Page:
The Japanese yen fell against the majors as FX carry trades bounced following their recent declines. Some of the JPY crosses have been moving in lockstep with US equities, as both the DJIA and EURJPY gained at the start of the US trading session and spent most of the day consolidating the move. As we mentioned yesterday, though, risk appetite still remains on edge and has not been helped by yesterday’s downgrades of the credit ratings of 18 US banks by S&P, especially as five of them were pushed into junk territory. S&P cited the notion that "[o]perating conditions for the industry will become less favorable than they were in the past, characterized by greater volatility in financial markets during credit cycles and tighter regulatory supervision.” On the other hand, 10 banks returned $68 billion worth of TARP funds today, including JPMorgan Chase and Goldman Sachs, indicating that not all is equal in the banking sector at this juncture.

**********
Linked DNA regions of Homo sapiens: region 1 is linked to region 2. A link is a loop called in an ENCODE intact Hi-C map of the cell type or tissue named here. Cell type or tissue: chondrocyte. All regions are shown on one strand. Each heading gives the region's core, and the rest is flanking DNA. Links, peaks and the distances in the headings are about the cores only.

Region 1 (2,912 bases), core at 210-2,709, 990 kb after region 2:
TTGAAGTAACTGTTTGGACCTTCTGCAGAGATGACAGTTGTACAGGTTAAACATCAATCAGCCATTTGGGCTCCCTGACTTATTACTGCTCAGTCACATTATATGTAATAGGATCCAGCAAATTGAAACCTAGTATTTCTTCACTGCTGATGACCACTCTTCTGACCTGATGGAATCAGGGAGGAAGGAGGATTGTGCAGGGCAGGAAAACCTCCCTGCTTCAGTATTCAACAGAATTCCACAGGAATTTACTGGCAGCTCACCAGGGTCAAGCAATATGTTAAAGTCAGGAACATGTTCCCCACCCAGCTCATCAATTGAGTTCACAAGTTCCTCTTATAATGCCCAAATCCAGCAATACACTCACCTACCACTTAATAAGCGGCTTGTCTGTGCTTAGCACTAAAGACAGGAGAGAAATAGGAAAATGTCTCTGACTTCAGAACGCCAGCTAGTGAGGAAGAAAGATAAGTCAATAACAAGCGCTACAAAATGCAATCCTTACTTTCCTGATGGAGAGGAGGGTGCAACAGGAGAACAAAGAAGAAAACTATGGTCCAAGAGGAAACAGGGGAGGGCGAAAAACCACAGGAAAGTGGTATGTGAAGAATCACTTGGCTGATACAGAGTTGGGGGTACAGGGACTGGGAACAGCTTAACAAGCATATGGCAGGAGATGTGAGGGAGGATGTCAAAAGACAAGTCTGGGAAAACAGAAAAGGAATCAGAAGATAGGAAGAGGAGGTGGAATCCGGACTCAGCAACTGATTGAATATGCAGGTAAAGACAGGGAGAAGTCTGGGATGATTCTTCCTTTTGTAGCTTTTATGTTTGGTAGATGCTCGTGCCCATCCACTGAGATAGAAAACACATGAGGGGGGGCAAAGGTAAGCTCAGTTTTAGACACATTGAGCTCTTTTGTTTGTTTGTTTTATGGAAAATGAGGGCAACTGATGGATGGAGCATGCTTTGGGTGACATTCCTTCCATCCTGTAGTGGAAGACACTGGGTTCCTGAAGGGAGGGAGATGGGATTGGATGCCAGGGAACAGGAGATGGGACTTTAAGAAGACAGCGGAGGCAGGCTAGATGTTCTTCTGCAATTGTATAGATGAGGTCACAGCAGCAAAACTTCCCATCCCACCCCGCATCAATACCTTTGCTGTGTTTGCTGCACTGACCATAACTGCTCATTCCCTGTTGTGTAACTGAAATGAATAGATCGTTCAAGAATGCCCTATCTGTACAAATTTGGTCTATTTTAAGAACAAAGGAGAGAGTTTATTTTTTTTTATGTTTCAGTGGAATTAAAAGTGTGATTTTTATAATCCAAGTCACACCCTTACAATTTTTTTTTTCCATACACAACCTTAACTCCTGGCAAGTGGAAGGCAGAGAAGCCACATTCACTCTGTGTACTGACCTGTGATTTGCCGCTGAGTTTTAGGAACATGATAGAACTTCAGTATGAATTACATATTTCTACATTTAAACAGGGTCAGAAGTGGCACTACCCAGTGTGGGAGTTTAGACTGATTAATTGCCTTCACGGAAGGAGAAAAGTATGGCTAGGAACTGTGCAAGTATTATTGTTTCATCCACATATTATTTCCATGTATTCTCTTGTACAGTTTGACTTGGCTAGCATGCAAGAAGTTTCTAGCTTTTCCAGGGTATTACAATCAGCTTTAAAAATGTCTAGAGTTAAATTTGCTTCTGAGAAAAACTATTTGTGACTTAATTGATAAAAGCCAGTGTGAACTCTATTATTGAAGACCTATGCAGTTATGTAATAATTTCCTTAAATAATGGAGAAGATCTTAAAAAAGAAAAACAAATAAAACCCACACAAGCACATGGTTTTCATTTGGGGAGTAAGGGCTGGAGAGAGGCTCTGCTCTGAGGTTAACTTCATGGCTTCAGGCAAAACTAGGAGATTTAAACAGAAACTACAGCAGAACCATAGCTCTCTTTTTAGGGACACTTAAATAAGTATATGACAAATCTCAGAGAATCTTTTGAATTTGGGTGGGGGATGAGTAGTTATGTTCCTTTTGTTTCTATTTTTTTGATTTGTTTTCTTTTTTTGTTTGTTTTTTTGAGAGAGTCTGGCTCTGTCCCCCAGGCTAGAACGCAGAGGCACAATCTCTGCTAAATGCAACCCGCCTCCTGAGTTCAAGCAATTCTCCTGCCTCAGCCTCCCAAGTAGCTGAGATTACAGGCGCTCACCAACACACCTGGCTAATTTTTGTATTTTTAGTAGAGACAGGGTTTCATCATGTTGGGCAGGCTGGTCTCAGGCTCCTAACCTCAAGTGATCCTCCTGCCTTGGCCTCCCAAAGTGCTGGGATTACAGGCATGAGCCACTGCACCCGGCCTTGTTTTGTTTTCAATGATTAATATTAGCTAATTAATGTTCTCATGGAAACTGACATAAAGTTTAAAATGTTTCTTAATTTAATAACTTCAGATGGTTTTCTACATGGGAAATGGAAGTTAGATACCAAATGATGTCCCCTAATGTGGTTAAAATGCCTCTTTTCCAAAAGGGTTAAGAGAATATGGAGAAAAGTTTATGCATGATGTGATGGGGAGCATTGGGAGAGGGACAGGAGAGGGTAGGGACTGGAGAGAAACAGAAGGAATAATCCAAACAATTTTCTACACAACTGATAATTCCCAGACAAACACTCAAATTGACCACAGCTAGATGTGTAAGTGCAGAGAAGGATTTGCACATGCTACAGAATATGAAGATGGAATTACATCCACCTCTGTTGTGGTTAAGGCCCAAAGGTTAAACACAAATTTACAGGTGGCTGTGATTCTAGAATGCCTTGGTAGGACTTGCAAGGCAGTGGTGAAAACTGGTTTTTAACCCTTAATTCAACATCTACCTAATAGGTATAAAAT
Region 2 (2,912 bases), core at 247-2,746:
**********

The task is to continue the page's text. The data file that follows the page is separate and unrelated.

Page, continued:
Ultimately, it’s undoubtedly positive that some of the nation’s biggest banks are returning taxpayer funds, but according to a press release published by the FDIC on May 27, their “Problem List” of troubled banks grew during the first quarter “from 252 to 305 institutions, and total assets of problem institutions increased from $159 billion to $220 billion.” As a result, it’s important to keep the situation in perspective, as there are still significant downside risks to the health of the financial sector and the economy at large.